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A global effort.

Germany's PRIMA KLIMA answers the call to think globally and act locally.

In Slovakia earlier this year, the Slovak Union of Nature and Landscape Protectors planted trees in Tatra National Park and in housing developments in the towns of Banska Stiavnica and Dolny Kubin. The three projects planted a total of 56 eight- to 10-foot-tall trees and more than 20,000 seedlings.

More than 75,000 trees, including those planted in Slovakia, were planted throughout the world last spring by Global ReLeaf International partners. These projects were supported by PRIMA KLIMA, a nongovernmental organization in Germany that raises money for tree-planting projects to sequester carbon dioxide. Individuals and organizations can calculate their "carbon responsibility" using an energy-usage worksheet developed by PRIMA KLIMA, which then offers to pay for the planting of an appropriate number of trees as a way to offset this responsibility.

PRIMA KLIMA, an international partner in AMERICAN FORESTS' Global ReLeaf program since 1991, often uses the network to solicit project proposals from partners in various countries. Together the planting projects--in Ecuador, Slovakia, Ukraine, and Florida--will draw an estimated 736 tons of carbon from the atmosphere annually.

PRIMA KLIMA also develops educational materials, works with policymakers in Germany, and organizes international scientific meetings with the goal of educating others about the potential effects of carbon dioxide on the earth's atmosphere.

In addition to the plantings in Slovakia, 1993 PRIMA KLIMA projects include:

* Nearly 700 trees planted on a seven-acre stretch of Ecuador's Pasochoa Protected Forest, in the Andean mountains. The trees, planted by Fundacion Natura, will benefit the environment not only by sequestering carbon but by protecting damaged grassland from erosion and by creating a buffer zone next to the Pasochoa forest.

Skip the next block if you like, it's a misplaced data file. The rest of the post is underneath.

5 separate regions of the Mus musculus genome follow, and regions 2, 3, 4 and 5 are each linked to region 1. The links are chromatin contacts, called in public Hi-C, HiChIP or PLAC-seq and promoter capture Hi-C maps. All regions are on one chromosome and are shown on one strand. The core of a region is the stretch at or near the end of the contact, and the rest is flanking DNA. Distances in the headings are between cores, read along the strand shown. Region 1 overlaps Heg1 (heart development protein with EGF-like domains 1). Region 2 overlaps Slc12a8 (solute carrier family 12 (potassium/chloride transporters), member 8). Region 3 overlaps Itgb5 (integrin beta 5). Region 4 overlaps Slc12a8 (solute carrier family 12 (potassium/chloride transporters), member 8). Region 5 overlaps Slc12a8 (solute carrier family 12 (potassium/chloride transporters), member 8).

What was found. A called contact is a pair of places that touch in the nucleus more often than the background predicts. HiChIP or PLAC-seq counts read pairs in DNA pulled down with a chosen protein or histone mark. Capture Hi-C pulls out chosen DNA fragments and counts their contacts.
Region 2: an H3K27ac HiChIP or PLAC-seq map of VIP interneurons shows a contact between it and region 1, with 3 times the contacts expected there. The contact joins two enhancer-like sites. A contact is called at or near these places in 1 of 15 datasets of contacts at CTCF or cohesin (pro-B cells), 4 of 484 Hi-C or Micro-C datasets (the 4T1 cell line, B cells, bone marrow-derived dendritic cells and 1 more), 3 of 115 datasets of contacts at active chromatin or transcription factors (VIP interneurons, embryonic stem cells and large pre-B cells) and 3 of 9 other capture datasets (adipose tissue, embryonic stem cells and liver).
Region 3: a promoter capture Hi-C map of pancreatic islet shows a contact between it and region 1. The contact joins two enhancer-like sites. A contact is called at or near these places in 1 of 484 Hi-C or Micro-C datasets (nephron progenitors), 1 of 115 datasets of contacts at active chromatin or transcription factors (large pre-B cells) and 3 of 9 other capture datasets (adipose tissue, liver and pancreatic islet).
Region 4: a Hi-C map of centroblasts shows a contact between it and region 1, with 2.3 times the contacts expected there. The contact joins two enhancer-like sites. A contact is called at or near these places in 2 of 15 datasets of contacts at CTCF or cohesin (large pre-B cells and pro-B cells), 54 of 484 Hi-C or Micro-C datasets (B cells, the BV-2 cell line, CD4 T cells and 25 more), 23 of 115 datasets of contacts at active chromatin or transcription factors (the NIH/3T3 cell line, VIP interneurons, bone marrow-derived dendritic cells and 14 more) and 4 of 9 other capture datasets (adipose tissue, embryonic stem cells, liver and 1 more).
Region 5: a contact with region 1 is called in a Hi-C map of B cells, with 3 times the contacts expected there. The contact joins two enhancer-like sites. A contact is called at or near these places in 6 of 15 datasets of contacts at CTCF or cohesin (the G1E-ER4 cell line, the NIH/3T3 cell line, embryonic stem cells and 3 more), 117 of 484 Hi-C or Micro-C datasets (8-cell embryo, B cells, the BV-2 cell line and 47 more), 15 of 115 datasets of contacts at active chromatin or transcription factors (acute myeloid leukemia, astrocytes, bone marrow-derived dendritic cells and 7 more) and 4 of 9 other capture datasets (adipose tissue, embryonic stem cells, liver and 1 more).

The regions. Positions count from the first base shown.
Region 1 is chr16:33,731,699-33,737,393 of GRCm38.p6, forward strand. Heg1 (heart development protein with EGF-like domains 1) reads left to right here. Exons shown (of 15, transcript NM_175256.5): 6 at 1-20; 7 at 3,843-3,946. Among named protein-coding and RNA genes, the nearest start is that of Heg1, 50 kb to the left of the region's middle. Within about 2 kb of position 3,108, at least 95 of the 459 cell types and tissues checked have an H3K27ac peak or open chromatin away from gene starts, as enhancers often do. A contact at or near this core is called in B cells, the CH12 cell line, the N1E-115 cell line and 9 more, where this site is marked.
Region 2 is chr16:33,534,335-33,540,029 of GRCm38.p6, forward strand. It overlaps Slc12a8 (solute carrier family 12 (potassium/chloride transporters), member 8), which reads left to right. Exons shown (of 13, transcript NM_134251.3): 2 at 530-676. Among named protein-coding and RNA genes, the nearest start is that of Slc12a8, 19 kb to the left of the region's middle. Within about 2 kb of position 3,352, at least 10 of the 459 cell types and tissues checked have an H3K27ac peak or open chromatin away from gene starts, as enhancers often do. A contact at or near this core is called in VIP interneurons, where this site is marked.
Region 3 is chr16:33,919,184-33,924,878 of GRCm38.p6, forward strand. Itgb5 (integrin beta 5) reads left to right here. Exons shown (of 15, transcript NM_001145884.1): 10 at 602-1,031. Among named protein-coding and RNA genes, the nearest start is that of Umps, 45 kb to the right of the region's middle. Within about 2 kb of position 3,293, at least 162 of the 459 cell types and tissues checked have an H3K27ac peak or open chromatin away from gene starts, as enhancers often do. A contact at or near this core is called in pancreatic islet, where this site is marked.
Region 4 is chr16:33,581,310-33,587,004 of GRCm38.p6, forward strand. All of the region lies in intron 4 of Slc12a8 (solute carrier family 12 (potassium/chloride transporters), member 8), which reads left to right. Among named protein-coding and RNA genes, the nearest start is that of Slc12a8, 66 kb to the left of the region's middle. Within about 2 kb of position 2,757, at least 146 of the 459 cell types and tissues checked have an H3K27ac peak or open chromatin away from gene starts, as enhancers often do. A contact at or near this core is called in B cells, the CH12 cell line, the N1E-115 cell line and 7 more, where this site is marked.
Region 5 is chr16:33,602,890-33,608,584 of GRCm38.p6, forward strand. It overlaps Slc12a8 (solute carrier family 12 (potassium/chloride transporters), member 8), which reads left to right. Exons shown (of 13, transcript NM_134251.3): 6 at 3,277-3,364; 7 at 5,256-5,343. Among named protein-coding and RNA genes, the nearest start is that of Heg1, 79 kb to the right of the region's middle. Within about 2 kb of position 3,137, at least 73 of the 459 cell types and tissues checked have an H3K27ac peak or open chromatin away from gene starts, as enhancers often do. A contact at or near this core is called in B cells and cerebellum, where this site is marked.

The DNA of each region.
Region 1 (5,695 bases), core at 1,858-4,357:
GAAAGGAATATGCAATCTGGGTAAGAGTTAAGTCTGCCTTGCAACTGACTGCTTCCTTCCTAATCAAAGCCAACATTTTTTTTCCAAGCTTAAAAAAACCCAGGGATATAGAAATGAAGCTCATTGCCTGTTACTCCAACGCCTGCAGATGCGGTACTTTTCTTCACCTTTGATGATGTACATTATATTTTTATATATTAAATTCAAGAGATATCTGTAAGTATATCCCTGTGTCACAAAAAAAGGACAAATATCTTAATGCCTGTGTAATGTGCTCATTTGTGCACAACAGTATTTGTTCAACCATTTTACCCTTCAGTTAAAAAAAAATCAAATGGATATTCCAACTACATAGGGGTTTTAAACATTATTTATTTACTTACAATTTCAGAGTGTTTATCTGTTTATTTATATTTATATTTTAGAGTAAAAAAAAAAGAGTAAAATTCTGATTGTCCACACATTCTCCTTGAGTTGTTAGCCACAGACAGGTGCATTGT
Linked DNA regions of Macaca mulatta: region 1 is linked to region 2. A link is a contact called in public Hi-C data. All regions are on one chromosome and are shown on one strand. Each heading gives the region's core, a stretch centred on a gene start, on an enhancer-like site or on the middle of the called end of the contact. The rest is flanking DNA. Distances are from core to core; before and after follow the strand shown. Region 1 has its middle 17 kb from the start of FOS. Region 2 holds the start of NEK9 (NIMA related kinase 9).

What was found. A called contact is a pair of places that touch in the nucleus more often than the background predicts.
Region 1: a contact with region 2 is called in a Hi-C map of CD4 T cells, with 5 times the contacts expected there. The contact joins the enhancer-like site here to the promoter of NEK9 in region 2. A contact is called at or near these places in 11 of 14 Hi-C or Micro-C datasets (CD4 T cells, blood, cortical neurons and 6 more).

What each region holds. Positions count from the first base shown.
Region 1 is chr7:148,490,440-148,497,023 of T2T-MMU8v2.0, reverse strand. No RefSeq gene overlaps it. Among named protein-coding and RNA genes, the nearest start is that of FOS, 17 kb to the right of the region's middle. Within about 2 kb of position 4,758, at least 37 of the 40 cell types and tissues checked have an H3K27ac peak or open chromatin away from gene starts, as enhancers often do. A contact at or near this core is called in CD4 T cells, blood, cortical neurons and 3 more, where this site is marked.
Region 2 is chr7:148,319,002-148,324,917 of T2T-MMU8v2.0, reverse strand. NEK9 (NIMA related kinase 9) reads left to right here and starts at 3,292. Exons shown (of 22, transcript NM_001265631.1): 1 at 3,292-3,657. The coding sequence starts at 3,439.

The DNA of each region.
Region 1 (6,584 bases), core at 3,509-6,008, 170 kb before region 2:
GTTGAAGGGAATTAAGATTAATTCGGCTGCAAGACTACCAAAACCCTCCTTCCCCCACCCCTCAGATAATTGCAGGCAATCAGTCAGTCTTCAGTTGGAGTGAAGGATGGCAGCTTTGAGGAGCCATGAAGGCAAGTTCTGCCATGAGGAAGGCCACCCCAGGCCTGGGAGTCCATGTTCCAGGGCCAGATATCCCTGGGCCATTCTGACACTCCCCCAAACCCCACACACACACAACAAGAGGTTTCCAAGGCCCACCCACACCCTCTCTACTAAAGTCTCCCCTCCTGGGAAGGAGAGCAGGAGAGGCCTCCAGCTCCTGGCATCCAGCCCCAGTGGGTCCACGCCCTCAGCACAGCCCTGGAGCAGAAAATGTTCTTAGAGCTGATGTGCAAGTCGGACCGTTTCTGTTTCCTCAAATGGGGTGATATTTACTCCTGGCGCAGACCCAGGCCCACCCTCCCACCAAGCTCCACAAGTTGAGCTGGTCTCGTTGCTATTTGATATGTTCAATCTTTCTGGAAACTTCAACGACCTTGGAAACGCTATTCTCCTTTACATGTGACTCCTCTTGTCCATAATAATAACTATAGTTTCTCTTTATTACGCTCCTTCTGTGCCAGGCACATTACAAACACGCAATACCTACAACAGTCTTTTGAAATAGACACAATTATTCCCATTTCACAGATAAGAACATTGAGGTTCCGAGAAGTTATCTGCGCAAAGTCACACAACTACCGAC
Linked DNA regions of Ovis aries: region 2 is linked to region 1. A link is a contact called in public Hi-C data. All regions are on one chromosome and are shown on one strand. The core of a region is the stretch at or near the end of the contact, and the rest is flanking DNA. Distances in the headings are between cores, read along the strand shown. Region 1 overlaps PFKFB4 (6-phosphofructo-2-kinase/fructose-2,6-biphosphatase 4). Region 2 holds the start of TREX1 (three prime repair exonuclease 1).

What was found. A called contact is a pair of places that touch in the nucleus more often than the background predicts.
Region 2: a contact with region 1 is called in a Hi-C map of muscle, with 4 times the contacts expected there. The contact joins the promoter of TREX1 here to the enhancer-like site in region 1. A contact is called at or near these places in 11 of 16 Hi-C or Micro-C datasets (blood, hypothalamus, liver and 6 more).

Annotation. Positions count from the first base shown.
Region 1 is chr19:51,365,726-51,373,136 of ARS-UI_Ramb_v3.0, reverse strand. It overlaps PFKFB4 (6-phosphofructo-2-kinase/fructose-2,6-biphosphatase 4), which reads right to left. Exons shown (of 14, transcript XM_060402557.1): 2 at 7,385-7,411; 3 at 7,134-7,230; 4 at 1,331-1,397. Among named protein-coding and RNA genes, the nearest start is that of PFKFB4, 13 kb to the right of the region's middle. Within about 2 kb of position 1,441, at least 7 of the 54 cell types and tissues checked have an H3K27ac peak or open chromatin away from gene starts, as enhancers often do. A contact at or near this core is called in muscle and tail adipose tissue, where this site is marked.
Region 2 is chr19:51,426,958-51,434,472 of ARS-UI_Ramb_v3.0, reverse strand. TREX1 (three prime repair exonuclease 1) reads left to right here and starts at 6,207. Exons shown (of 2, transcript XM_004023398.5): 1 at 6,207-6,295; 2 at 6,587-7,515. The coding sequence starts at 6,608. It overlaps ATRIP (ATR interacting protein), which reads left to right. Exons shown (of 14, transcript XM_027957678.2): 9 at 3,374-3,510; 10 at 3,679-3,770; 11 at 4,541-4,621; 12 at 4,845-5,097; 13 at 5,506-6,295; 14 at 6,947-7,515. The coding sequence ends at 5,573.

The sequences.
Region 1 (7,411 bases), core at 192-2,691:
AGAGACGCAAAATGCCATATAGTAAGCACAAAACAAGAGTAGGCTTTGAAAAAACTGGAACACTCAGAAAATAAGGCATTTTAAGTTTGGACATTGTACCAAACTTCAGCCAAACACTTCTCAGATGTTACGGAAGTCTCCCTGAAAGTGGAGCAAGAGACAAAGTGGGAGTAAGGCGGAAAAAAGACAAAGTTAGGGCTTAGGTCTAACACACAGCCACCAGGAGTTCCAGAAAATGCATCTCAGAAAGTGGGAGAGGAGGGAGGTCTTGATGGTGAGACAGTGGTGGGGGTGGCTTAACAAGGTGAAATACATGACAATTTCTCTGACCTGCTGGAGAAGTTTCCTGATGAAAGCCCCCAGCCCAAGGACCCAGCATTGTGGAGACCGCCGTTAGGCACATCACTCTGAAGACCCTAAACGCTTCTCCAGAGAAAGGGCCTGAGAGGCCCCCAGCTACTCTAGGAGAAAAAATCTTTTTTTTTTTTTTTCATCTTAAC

* In Ukraine, the planting of 8,830 trees and shrubs by the National Ecological Centre with help from schoolchildren. EcoCentre often involves children in its projects to help revive the traditional Ukrainian appreciation of nature. These projects will protect watersheds of several small rivers, including the Trubizh, Sesenka, and Oster. The PRIMA KLIMA grant also helped support the preparation of 100,000 seedlings in a nursery for future planting.

* Using native trees to help restore Blackwater River State Forest in Florida. The forest has one of the country's largest remaining stands of longleaf pine, which once dominated the southeastern U.S. The project is converting slash-pine plantations--which aren't doing so well--back to native longleaf pine.

Chrystia Sonevytsky, Global ReLeaf international coordinator, points to PRIMA KLIMA's efforts--which affect thousands of people throughout the world--as the embodiment of the environmental rallying cry, "Think Globally, Act Locally." Questions about Global ReLeaf International can be directed to Sonevytsky at AMERICAN FORESTS, 202/667-3300, ext. 231.
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Copyright 1993, Gale Group. All rights reserved. Gale Group is a Thomson Corporation Company.

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Title Annotation:PRIMA KLIMA's tree-planting projects
Author:O'Toole, John
Publication:American Forests
Date:Nov 1, 1993
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